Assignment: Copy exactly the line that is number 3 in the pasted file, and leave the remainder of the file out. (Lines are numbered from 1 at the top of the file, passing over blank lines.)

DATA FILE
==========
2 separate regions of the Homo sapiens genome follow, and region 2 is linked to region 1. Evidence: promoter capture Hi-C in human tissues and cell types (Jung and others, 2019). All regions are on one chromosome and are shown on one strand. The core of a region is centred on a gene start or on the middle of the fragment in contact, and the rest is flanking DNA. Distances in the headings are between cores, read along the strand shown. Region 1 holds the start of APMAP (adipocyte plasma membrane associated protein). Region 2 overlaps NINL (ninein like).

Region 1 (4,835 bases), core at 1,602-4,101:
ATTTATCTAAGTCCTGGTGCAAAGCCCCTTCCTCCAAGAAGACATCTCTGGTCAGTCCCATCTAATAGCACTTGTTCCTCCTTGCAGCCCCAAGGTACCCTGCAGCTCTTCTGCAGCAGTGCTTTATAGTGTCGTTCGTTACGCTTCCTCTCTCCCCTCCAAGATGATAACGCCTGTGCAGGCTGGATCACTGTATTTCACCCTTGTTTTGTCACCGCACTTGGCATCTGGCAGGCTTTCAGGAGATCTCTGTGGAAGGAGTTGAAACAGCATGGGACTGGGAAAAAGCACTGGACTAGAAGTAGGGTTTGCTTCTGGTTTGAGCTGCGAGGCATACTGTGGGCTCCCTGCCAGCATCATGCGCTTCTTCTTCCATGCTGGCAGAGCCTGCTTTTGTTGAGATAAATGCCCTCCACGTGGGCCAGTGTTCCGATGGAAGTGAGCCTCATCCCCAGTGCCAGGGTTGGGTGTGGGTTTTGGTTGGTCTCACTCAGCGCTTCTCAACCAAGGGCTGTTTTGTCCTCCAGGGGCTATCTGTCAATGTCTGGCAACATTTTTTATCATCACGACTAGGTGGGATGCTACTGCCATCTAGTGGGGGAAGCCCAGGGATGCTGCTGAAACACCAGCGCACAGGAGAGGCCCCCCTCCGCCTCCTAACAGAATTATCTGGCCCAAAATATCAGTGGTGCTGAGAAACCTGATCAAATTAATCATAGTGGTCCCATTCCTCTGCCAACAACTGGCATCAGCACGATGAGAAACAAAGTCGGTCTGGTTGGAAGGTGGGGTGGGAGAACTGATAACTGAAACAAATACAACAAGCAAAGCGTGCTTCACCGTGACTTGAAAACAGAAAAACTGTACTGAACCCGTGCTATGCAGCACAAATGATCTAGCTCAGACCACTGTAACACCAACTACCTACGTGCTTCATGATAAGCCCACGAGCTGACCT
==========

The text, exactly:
ATTTATCTAAGTCCTGGTGCAAAGCCCCTTCCTCCAAGAAGACATCTCTGGTCAGTCCCATCTAATAGCACTTGTTCCTCCTTGCAGCCCCAAGGTACCCTGCAGCTCTTCTGCAGCAGTGCTTTATAGTGTCGTTCGTTACGCTTCCTCTCTCCCCTCCAAGATGATAACGCCTGTGCAGGCTGGATCACTGTATTTCACCCTTGTTTTGTCACCGCACTTGGCATCTGGCAGGCTTTCAGGAGATCTCTGTGGAAGGAGTTGAAACAGCATGGGACTGGGAAAAAGCACTGGACTAGAAGTAGGGTTTGCTTCTGGTTTGAGCTGCGAGGCATACTGTGGGCTCCCTGCCAGCATCATGCGCTTCTTCTTCCATGCTGGCAGAGCCTGCTTTTGTTGAGATAAATGCCCTCCACGTGGGCCAGTGTTCCGATGGAAGTGAGCCTCATCCCCAGTGCCAGGGTTGGGTGTGGGTTTTGGTTGGTCTCACTCAGCGCTTCTCAACCAAGGGCTGTTTTGTCCTCCAGGGGCTATCTGTCAATGTCTGGCAACATTTTTTATCATCACGACTAGGTGGGATGCTACTGCCATCTAGTGGGGGAAGCCCAGGGATGCTGCTGAAACACCAGCGCACAGGAGAGGCCCCCCTCCGCCTCCTAACAGAATTATCTGGCCCAAAATATCAGTGGTGCTGAGAAACCTGATCAAATTAATCATAGTGGTCCCATTCCTCTGCCAACAACTGGCATCAGCACGATGAGAAACAAAGTCGGTCTGGTTGGAAGGTGGGGTGGGAGAACTGATAACTGAAACAAATACAACAAGCAAAGCGTGCTTCACCGTGACTTGAAAACAGAAAAACTGTACTGAACCCGTGCTATGCAGCACAAATGATCTAGCTCAGACCACTGTAACACCAACTACCTACGTGCTTCATGATAAGCCCACGAGCTGACCT